Somewhere between Reform and Revolution, is Restorative Justice: Nikkita Oliver for Mayor of Seattle

 

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Opening Ceremony honoring all of the stolen lives of Native Women. Photo by Karani Medios

 

“We have to rise up. We have to resist. But we also have to build.”

-Nikkita Oliver

April 2, 2017

Our Seattle is your city, Aho!” Rachel Heaton proclaimed, after presenting Nikkita Oliver with a bundle of medicine to help her on her journey. Oliver joined the race for mayor of an embattled city after several years of attempts by the grassroots to hold the current mayor, Ed Murray, accountable to the will of the people. The efforts advanced by the people where Oliver emerged as one of many leaders, resulted in a series of compromises, administrative solutions, that allowed for the continuation of plans for the construction of an expansion to Seattle’s Youth Jail but with a hard fought for investment by the city of $500,000 towards alternatives to youth incarceration. The youth jail is located not too far away from Washington Hall, where Oliver chose to host the official launch of her campaign for mayor to a crowd that was at capacity and reflected the diversity of Seattle.

It takes an army to advance a campaign for an election. Oliver has drawn talent, mostly women of color, from within the grassroots movement leadership. The result is a completely women of color led campaign for the election of Nikkita Oliver for the mayor of Seattle in 2017. This is historically unprecedented, much less that the leadership is almost completely grassroots leadership. To win this election, Oliver and her grassroots team will need to fundraise at least half a million dollars and advance an aggressive on the ground, door to door campaign that seeks to register voters, increase civic engagement and utilize their strengths in the arts and culture to advance a political campaign. It is very likely that Oliver will win if the opposition does not engage in corruption and voter fraud.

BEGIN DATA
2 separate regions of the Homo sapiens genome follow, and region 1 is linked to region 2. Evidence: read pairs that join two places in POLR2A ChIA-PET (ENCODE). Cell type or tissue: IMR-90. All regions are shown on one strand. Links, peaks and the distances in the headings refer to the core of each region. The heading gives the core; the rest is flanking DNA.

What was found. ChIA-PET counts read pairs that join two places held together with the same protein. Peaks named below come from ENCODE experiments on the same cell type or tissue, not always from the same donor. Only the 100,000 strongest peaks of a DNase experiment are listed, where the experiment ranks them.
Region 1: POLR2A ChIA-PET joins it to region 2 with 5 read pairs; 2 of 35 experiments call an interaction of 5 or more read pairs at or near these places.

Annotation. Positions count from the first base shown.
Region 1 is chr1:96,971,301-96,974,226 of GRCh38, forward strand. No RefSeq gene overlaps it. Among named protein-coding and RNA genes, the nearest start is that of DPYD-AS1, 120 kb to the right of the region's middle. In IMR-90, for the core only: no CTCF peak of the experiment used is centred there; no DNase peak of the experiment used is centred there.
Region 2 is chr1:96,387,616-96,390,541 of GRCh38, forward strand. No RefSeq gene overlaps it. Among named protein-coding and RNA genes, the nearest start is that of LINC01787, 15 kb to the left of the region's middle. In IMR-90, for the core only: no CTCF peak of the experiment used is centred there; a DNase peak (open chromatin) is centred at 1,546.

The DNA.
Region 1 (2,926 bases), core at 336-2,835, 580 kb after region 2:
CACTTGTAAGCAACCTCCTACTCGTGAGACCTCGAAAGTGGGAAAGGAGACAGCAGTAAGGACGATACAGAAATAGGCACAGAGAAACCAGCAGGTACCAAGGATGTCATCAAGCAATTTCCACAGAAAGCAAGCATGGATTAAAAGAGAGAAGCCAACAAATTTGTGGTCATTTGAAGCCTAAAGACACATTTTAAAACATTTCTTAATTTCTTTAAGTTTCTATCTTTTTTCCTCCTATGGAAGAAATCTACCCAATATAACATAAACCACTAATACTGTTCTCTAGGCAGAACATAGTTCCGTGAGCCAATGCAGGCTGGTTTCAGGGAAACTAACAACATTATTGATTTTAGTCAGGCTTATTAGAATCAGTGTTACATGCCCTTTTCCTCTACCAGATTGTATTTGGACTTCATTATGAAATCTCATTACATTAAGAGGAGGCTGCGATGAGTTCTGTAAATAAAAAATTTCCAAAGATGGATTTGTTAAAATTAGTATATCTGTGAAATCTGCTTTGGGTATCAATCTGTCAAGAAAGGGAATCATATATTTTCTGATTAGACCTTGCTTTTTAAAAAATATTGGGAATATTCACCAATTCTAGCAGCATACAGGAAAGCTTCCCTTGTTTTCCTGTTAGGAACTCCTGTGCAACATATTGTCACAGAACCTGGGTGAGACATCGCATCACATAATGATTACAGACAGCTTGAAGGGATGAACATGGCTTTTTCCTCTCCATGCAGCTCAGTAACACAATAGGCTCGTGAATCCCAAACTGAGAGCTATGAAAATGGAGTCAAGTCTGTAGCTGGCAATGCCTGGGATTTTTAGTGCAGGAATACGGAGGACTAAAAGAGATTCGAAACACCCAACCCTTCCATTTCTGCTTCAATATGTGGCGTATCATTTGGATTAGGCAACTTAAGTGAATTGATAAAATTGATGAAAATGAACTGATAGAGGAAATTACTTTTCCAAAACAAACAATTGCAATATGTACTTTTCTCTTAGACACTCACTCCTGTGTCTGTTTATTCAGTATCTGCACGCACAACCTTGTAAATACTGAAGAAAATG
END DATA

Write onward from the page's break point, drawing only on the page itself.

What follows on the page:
To this end, the launch party included many of the young people that Oliver had mentored over the years who as new voters joyfully endorsed her candidacy. A series of spoken word poetry, hip hop, dance, and even a classical performance by these young artists took place before Oliver even took the stage at the historic Washington Hall.

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Leija Farr, Seattle’s poet laureate after presenting a series of moving poems honoring black women emphasized in the work of undoing systemic racism ahead, “Especially if we want to see Nikkita in office, we have to respect black women.” Farr was referring to the way that society devalues black women’s lives in particular, her poems emphasized love for black women, comparing black women to the earth, asking all of us to stand up for them.

Throughout Nikkita Oliver’s campaign speech, where she outlined The People’s Party’s platform she added a personal touch to the goals and strategies outlined. For example, I have never heard of any candidate ever tell her audience publicly, as Oliver proceeded to do after speaking about accountability, “I ask you to hold me accountable and if you have to, call me out,” she said, “because that’s the right thing to do.”

Oliver’s campaign has already drawn the criticism of the grassroots along the lines of the tired debate of “reform or revolution.” In writing this article and publishing it on Karani, I am endorsing Nikkita Oliver’s political campaign as neither reform nor revolution. As the title above indicates, Oliver’s campaign leans hardest towards the imagination of restorative justice. This is clear in the People’s Party platform that she’s been essential towards creating.

I offer the evidence, that it was quite clear, that even though Kshama Sawant was the only other politician there, one that advanced her own agenda (and another candidate) through the performance rather than legitimately endorsing Nikkita Oliver, has nothing of the substance that Oliver and her team brought to the people.

Karani medios will continue to cover this historical campaign, with the hope that it is the people’s campaign and that it does build an alternative. We hope that as the People’s Party juggles the agendas of the large non-profits and unions, and the career politicians that are the intellectual authors of our community’s oppression, that the People’s Party remains true to the historic moment of making another world possible. One that is women of color led. One that leads us closer to the world we want to see.

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